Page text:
Mar 16, 2020

How to Work From Home During the Coronavirus Pandemic

Despite the almost-hourly changes regarding COVID-19 news, 3 things have remained constant: wash your hands, cover your mouth and nose if you cough or sneeze, and stay home if you are sick or experiencing cold or flu-like symptoms. The CDC has published extensive guidelines for employers on their website encouraging employees to work from home whenever possible.

As a business owner, not only are you responsible for your own health, but you must make the hard decision of how best to keep your business running during this unprecedented time. If you’ve decided that working remotely is in the best interest of you and your employees—what happens now?

Preparation for Remote Work

First of all, make sure you’ve taken the time to assess what work can and cannot be done effectively by remote employees. Make sure you notify your employees in a timely fashion that they will be working remotely and, if possible, allow them time to prepare their schedules and workload to be handled from a remote location. Now is an excellent time to re-evaluate and prioritize current projects and rearrange your employees’ schedules accordingly. 

Make sure your expectations are clear for any employees working from home. Do you expect them to clock in and clock out at their normal times, or will you be allowing them to choose the times they work? Will you be managing projects via email, checking in with phone calls, or using a project management app such as monday.com or Trello?

Nothing is worse than an employee having the chance to work from home only for them to discover that they don’t have the tools they need outside the office. Make sure anyone planning to work remotely has the equipment they will need—laptops, tablets, smartphones, the corresponding chargers, even a favorite pen. If you can, try to test any equipment or apps your employees will need to use while they are away from the office ahead of time. Check that they have the correct login information, including any passwords they will need, and that your employees can successfully access the programs they will need.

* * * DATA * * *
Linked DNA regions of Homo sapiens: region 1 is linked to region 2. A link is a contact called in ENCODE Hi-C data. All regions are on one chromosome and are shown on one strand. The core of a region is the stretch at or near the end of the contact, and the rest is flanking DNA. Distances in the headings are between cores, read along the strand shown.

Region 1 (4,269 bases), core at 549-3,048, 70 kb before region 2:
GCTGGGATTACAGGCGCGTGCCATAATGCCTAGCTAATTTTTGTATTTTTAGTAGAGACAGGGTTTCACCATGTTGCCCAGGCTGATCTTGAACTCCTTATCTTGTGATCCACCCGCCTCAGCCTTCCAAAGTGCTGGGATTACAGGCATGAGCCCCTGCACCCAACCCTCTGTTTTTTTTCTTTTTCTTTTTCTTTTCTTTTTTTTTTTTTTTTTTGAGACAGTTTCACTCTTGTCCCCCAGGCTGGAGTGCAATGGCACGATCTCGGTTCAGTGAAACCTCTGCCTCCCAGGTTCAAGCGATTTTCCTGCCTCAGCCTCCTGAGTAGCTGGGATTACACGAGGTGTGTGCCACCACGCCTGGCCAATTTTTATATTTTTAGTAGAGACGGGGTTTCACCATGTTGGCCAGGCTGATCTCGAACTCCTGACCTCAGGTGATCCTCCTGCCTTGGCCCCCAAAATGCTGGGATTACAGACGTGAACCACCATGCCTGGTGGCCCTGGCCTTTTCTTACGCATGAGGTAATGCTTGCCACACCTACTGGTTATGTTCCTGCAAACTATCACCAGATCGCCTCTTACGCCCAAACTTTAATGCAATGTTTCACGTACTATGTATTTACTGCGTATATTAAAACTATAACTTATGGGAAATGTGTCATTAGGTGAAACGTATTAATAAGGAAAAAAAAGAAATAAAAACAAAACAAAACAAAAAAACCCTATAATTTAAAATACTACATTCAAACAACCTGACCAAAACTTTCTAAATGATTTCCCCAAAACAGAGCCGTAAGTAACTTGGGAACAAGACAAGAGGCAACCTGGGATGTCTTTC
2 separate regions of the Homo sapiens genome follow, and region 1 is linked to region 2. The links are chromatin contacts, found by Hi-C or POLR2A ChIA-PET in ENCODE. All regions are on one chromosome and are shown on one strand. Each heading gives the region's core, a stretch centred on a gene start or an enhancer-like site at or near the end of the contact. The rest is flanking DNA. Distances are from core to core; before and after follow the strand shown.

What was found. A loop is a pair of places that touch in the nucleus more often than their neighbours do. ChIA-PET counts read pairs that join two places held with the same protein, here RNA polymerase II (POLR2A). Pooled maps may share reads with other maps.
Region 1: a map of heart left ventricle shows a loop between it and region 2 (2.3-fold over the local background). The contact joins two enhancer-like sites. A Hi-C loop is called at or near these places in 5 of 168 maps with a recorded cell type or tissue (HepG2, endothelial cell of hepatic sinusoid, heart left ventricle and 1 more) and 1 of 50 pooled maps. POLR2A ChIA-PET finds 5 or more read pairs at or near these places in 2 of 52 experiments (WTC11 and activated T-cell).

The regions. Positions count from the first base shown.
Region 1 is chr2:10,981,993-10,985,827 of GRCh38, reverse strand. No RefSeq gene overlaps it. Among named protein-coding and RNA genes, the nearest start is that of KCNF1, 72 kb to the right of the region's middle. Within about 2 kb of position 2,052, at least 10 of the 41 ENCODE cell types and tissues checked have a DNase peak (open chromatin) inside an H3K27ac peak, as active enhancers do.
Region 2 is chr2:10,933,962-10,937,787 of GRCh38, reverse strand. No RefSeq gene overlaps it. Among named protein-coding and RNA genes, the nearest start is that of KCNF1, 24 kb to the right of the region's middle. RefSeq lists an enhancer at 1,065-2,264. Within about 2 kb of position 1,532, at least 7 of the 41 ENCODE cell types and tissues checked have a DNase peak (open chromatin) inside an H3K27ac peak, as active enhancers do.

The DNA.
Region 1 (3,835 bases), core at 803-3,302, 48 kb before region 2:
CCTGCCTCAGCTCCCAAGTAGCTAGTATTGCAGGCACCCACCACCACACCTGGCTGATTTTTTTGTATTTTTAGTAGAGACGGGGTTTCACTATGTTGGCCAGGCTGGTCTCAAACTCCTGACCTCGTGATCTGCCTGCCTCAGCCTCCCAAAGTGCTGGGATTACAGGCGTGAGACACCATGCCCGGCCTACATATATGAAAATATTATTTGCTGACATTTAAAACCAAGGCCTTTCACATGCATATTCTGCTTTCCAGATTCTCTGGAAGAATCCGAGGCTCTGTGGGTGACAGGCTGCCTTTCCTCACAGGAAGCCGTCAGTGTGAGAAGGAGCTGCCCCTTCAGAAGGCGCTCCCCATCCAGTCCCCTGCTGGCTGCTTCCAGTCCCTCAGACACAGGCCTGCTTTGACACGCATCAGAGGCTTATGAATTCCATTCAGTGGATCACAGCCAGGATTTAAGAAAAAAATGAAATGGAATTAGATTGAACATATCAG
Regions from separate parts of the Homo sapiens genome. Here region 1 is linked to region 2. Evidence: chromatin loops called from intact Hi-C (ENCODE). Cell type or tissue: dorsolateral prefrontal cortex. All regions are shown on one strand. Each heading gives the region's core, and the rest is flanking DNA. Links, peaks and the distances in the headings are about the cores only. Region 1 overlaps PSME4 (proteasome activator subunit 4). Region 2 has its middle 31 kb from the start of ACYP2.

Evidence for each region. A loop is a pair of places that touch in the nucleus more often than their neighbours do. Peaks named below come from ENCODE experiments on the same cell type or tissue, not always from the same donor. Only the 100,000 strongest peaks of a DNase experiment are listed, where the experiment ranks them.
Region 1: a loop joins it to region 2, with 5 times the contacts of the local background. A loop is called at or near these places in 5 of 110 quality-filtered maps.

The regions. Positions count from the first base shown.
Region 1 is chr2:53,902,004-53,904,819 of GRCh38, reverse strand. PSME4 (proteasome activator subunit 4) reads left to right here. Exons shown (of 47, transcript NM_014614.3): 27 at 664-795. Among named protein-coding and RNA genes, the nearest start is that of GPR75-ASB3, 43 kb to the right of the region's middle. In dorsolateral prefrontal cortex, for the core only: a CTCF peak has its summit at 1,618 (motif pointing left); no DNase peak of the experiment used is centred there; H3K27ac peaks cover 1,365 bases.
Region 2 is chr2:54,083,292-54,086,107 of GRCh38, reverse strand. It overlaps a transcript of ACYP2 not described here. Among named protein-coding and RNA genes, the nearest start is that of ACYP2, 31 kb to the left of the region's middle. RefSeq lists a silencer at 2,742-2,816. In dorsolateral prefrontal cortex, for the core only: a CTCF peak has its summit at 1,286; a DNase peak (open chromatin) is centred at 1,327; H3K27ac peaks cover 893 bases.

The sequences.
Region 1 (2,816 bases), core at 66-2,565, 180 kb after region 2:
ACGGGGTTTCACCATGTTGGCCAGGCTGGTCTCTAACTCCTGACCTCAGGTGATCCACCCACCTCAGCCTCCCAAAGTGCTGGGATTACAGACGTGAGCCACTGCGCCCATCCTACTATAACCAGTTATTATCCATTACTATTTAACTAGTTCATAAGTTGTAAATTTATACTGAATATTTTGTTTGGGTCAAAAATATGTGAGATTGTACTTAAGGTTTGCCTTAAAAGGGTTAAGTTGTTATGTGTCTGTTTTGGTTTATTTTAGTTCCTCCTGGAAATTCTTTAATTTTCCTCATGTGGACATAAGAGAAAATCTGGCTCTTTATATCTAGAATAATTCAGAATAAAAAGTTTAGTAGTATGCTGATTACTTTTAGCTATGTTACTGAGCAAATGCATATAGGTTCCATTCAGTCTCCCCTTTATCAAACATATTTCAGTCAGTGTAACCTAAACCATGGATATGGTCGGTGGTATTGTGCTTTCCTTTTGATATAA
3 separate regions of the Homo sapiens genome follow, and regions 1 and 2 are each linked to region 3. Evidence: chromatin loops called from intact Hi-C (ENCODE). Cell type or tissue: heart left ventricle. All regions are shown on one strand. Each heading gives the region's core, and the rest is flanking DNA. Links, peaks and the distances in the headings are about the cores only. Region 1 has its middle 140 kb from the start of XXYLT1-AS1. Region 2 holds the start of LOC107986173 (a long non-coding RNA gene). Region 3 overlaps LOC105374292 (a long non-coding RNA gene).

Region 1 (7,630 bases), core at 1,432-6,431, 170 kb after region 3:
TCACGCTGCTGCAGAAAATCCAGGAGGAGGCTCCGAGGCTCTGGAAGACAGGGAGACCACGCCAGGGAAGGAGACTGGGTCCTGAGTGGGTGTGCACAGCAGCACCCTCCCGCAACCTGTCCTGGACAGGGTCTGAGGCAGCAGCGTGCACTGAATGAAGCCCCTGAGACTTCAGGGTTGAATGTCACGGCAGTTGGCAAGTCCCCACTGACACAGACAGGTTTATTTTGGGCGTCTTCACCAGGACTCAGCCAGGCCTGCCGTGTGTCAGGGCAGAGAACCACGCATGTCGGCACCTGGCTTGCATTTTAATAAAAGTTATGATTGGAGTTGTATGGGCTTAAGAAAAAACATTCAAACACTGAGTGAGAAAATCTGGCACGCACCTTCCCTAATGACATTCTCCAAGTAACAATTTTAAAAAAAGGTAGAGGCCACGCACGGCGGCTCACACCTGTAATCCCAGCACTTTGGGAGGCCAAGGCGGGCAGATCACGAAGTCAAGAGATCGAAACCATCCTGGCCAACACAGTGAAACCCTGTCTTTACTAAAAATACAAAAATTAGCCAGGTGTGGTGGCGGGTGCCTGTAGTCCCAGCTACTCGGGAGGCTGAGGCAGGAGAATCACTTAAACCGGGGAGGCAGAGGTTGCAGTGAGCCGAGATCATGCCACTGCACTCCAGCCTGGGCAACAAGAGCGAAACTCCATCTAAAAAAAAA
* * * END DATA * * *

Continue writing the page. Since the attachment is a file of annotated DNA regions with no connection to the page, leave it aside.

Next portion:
Tools to Promote Collaboration

If this is your first foray into remote work, you may be feeling overwhelmed by the different options available to you. Ideally, your business already has remote desktop access set up, but if you don’t, there are plenty of options to get you set up to work remotely quickly. If you need real-time collaboration between groups or teams of employees, programs like Slack or Microsoft Teams allow discussion and communication between employees without cluttering email inboxes. Zoom, Google Hangouts, and Skype are popular for video-meeting and allowing face-to-face communication between employees or clients. 

Google Drive has a suite of free programs allowing for cloud-based creation of documents, spreadsheets, presentations, and more with real-time sharing capabilities. If you’ve never tried Google Drawing or Google Jamboard, imagine a whiteboard that can be shared and drawn on in real-time. Pair it with a video conferencing application or phone call, and you can have a productive meeting with participants scattered across the globe.

Keep Your Data Safe

Don’t forget the importance of security protocols when working remotely. Laptops, tablets, and smartphones should be secured with strong passwords/passcodes. Now is an ideal time to implement 2-step authentication to email or remote desktop servers and refresh employees on the security protocols you already have in place. Remind employees that the free Wi-Fi at their favorite coffee shop is not secure, and equipment should not be left out of sight in hotel rooms or vehicles. 

While remote work can be time-consuming or frustrating to get started, now is the perfect time to try out different approaches and tools to make remote work a productive and effective part of your business future.

 

How to Work From Home During the Coronavirus Pandemic

About the author

Robynne Edwards
Robynne Edwards
A native of sunny Southern California, Robynne now lives in the Pacific Northwest, writing and learning how to drive in the rain. She has been writing and editing since her college days at Oklahoma City University’s The Campus newspaper. When not at work, you can find her exploring her new home, experimenting in the kitchen, or curled up with a good book.

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